Since now we have the OPR for every team in the league, let’s look at how these records would influence the playoff picture in a one-conference system where the league’s top 16 teams made the playoffs. For this chart, teams in orange are from the Western Conference and teams in blue represent the East. A number following a team’s names shows what seed they were in last year’s playoffs.

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The most obvious takeaway from this table is how much orange is featured on the left side, which would be the playoff seeding in a 16-team playoff seeded by OPR. This means that in a one-conference system, a staggering 11 West teams would have been expected to make the playoffs last season, compared to just five for the East. Additionally, six of the eight teams with home-court advantage would be from the West.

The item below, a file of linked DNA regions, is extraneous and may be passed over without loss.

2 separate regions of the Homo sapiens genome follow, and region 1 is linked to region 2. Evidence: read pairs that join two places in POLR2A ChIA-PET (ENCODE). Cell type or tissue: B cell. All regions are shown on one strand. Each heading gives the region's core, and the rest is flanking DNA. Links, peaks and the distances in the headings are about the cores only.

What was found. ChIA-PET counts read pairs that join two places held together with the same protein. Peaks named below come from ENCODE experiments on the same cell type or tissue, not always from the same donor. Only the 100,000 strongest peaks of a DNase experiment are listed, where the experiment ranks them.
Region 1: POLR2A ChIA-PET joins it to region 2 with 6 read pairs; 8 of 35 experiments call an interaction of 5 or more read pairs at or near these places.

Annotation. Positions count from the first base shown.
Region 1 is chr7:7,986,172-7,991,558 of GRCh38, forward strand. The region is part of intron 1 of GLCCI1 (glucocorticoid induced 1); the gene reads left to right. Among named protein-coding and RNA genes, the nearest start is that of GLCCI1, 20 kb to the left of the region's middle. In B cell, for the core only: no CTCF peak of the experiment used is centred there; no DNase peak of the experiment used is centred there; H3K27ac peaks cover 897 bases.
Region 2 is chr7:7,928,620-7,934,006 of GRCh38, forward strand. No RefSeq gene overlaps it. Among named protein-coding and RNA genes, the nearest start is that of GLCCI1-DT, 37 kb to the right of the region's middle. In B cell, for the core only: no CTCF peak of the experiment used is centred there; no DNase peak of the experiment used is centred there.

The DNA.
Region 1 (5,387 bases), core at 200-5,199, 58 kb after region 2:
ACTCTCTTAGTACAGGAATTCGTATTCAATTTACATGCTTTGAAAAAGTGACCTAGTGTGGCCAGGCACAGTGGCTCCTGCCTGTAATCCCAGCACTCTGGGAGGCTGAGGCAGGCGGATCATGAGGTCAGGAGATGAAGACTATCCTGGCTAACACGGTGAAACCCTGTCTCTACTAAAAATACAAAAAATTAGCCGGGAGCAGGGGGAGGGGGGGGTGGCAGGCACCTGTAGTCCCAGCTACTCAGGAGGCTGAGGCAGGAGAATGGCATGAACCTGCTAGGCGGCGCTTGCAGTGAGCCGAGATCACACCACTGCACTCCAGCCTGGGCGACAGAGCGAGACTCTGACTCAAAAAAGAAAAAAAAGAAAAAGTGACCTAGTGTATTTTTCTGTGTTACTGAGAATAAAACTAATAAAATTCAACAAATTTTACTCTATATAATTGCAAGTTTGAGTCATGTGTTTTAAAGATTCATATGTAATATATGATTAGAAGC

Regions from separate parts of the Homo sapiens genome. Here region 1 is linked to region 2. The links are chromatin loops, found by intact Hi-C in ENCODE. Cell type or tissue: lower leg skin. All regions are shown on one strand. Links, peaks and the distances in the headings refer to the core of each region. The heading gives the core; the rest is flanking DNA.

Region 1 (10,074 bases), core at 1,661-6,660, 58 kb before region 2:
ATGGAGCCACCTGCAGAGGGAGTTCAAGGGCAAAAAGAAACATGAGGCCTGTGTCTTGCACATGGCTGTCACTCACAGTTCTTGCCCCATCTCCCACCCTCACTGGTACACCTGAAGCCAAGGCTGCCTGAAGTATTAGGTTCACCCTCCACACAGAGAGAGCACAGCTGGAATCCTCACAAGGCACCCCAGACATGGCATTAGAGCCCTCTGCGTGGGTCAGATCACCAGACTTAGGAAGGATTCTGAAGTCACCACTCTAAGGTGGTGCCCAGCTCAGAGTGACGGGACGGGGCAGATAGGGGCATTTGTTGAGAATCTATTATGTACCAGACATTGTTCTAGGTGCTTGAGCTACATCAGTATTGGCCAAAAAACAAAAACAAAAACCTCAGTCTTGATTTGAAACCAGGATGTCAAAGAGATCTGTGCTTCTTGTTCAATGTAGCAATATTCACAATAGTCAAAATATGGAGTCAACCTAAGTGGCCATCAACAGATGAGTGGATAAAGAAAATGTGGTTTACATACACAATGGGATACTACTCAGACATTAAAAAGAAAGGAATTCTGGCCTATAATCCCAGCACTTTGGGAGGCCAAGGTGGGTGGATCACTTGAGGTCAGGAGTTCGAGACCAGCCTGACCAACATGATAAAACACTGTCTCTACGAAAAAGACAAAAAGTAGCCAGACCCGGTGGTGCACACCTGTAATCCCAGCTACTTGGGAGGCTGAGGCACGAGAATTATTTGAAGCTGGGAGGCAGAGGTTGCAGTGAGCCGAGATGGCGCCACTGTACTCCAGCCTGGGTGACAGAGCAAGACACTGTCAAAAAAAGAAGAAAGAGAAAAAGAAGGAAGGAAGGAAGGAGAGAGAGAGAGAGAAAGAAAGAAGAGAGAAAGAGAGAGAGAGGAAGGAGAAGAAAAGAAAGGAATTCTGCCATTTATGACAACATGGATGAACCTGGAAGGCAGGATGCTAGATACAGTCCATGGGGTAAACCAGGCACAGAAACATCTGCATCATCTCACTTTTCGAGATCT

Perhaps the craziest result of this reordering is that the opening round’s 7-10 matchup would be between the Cavaliers and Bulls, the East’s 2 and 3 seeds in real life. The Thunder, previously not in the playoffs, are safely in the postseason with the #12 seed, and would be a part of a great series against the Clippers.

So let’s say the NBA decides to go with the one-conference system. How should they go about creating the schedule? Well, the season has 82 games, so first of all, a team should play every other team twice, one home and one away. This leaves 24 remaining games. Then a list should be randomly generated pairing each of the 30 teams in the league with another team, with this other team being labeled team 1. Then this will be repeated with the condition that two teams already paired with each other cannot be paired together again, and the next matchup for a team will be labeled team 2. This will continue until each team has every other team as an opponent labeled 1-29.